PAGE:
Experimental poets NourbeSe Philip and Phinder Dulai draw on legal decisions, ship records, and other archival materials to engage with the passage of bodies of color across the waters: the dead of the slave trade and South Asian migrants refused entry at port. Don’t miss this special New York appearance by these two Canadian poets working between poetry and the archive. In conversation with AAWW Executive Director Ken Chen, who wrote in The Margins about NourbeSe Philip’s book Zong!, generally regarded as one of the most significant experimental poetry books of the last decade.
In 1914, a Japanese steamship docked in Vancouver carrying 376 Sikh, Muslim, and Hindu migrants who had set sail from Punjab, India. All were British subjects. All were denied entry to Canada. For two months, the migrants sat moored at the dock, while white citizens taunted them from the pier. The court ultimately decided to enforce racist exclusionary laws and sent the ship back to India. In dream / arteries (Talonbooks 2014), Vancouver-based Punjabi poet Phinder Dulai remixes archival photos, ships manifests, passenger records, and interviews. Dulai charts the arteries of migration across the empire to ask “who is loved and allowed to live, and who is unloved and left to drift and die” (Larissa Lai). Phinder has sought to write around “emergent poetic around migrancy as a metaphor for a post modern life”–as he says in a Poetry Foundation interview with Mark Nowak where he discusses his first two books, Basmati Brown (Nightwood 2000) and Ragas from the Periphery (Arsenal Pulp Press 1995). A must-read for lovers of historians like Vivek Bald or Gaiutra Bahadur or multimedia poets like Theresa Hak Kyung Cha and Philip Metres.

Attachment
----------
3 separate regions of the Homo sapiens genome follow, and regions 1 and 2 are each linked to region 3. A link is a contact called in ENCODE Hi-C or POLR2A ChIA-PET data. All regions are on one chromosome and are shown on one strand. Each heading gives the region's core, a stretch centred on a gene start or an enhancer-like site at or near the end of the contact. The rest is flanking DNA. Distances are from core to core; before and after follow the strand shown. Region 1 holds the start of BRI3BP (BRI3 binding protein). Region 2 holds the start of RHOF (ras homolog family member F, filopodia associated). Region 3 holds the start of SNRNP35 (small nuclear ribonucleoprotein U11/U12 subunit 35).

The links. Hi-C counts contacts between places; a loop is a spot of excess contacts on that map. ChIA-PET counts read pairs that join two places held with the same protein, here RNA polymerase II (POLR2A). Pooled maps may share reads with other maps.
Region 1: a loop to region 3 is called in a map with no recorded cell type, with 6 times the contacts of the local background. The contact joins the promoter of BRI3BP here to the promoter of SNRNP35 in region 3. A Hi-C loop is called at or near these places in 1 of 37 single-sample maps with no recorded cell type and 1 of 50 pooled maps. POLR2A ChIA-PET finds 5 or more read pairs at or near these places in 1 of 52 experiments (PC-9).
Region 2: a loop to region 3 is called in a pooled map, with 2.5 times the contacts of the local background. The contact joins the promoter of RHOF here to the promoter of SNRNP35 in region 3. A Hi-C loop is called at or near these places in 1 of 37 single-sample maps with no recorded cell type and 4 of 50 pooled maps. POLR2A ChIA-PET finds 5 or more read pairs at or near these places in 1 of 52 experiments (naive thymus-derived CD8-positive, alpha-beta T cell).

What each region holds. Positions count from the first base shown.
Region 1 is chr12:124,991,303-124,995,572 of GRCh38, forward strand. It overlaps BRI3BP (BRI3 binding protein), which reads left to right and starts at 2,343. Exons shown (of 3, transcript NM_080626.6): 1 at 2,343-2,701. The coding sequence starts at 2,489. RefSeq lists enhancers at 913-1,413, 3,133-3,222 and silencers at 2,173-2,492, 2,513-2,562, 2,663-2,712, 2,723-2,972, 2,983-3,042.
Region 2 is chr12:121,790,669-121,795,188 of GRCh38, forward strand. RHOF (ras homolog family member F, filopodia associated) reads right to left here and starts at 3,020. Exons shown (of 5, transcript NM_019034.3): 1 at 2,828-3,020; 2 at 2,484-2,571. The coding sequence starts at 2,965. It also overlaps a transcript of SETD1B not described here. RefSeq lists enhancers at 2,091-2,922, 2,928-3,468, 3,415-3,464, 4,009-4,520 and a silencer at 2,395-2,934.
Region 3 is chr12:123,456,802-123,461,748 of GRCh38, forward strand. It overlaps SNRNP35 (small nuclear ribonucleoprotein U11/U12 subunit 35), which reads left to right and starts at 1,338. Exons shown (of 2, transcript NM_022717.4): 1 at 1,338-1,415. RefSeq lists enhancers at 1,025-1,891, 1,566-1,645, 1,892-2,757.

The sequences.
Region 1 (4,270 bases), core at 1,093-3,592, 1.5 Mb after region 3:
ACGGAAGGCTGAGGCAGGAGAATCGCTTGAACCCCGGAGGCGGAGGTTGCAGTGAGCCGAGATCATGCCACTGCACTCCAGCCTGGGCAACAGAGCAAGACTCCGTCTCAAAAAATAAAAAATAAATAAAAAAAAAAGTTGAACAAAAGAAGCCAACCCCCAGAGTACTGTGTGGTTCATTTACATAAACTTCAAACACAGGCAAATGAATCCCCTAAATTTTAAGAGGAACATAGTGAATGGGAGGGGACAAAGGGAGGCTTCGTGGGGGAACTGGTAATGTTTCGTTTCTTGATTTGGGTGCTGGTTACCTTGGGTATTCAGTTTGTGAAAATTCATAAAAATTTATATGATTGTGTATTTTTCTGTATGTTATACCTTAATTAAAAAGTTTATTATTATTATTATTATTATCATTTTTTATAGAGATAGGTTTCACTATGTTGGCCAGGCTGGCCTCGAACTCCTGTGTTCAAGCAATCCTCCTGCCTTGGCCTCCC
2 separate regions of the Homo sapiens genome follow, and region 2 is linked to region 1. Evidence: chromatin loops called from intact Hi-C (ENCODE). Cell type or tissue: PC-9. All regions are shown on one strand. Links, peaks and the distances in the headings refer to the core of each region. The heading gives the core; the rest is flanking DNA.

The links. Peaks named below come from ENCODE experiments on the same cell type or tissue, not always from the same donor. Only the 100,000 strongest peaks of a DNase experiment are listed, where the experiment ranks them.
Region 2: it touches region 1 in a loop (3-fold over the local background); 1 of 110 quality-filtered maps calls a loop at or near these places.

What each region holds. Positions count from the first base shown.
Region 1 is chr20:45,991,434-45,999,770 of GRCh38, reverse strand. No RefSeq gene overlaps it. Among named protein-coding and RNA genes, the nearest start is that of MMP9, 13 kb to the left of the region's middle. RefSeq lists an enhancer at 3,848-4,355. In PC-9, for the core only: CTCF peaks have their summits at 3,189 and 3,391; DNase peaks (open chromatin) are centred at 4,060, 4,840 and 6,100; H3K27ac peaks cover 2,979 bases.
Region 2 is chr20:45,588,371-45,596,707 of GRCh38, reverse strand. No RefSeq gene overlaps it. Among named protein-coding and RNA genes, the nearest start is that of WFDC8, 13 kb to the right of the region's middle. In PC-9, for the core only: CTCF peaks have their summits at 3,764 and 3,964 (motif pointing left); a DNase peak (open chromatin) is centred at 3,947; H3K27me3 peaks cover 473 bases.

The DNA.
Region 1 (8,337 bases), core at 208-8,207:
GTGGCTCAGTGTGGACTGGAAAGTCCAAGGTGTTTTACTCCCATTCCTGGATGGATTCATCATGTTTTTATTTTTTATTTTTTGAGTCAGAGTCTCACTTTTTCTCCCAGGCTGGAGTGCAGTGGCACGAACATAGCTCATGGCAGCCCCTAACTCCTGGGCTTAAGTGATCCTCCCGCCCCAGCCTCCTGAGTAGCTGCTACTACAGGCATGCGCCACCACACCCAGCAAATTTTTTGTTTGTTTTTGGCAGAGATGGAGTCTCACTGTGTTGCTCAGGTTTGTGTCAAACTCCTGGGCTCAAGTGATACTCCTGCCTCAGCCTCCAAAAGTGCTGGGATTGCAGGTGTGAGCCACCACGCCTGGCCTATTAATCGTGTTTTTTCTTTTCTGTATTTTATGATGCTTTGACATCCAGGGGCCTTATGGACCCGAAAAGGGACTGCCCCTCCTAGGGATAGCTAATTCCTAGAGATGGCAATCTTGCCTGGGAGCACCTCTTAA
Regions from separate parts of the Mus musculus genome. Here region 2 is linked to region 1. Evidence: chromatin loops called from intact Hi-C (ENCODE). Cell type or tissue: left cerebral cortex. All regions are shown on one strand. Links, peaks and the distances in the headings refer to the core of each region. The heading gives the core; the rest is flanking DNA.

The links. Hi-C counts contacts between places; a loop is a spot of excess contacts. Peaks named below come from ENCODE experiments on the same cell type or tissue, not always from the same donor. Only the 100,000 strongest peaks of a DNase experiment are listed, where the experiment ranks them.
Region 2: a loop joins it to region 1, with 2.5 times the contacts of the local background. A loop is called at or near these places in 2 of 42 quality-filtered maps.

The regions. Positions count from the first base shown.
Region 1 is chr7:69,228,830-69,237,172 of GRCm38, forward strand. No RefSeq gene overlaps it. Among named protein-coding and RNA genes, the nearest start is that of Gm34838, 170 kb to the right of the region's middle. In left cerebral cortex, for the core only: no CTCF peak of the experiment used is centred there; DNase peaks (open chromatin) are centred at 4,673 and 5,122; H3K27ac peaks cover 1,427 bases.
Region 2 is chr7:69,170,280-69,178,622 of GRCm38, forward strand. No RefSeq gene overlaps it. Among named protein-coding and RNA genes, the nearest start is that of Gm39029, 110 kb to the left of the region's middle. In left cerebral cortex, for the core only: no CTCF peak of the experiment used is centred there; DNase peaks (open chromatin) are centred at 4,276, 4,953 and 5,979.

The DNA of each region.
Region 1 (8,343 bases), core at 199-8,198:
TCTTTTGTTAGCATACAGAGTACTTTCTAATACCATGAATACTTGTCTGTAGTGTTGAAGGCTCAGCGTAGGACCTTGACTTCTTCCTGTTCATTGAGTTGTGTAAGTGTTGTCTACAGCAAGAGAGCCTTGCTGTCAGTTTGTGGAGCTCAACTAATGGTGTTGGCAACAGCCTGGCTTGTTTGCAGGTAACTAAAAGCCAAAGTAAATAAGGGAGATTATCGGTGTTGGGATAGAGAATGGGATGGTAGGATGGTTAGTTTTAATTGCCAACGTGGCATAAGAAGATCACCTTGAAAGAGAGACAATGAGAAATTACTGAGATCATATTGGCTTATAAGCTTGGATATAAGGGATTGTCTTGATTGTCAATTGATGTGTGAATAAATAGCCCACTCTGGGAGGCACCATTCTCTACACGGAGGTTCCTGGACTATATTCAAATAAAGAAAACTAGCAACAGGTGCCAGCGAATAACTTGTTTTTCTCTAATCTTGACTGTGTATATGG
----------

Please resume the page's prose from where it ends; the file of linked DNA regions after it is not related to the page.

NourbeSe Philip’s poetry book Zong! (Wesleyan University Press 2008) explores a forced migration on the other side of the continent. In 1781, the captain of the slave ship Zong threw 133 Africans over to collect insurance money. While the Zong Massacre grew to symbolize the terrors of the Middle Passage, the court did not dispute the legality of killing one’s slaves. (One lawyer in the case said the slaves “perished just as a Cargo of Goods perished”; a judge compared the action to throwing horses overboard.) Philip’s book-length response takes all of its text from the court’s decision, Gregson v. Gilbert. The ultimate book is–in the words of former AAWW Van Lier Fellow Cathy Park Hong–a “constraint-based tour-de-force that only uses words found in the original one-page legal document.” As Evie Shockley writes, Zong! explodes genre boundaries–it’s a text that occurs at the intersection of postcolonial Caribbean literary traditions and Conceptual Poetry, between ritual and the law. Tobago-born, Toronto-based poet Nourbese Philip practiced as a lawyer for many years before writing Zong!. “This is legal poetry,” writes Fred Wah (who reads with us on April 13, 2016). “The poetry displays the agonizing tension of an exploration through the minute particulars and silences locked within the legal text, the precise and cautious movement that tries to not tell the story that must be told.”
Co-sponsored by AABANY Immigration & Nationality Law Committee, South Asian Bar Association of NY, Muslim Bar Association of New York, The Poetry Project, Pratt MFA Program in Writing, and Talonbooks. This event is funded in part by Poets & Writers through public funds from the New York City Department of Cultural Affairs, in partnership with the City Council.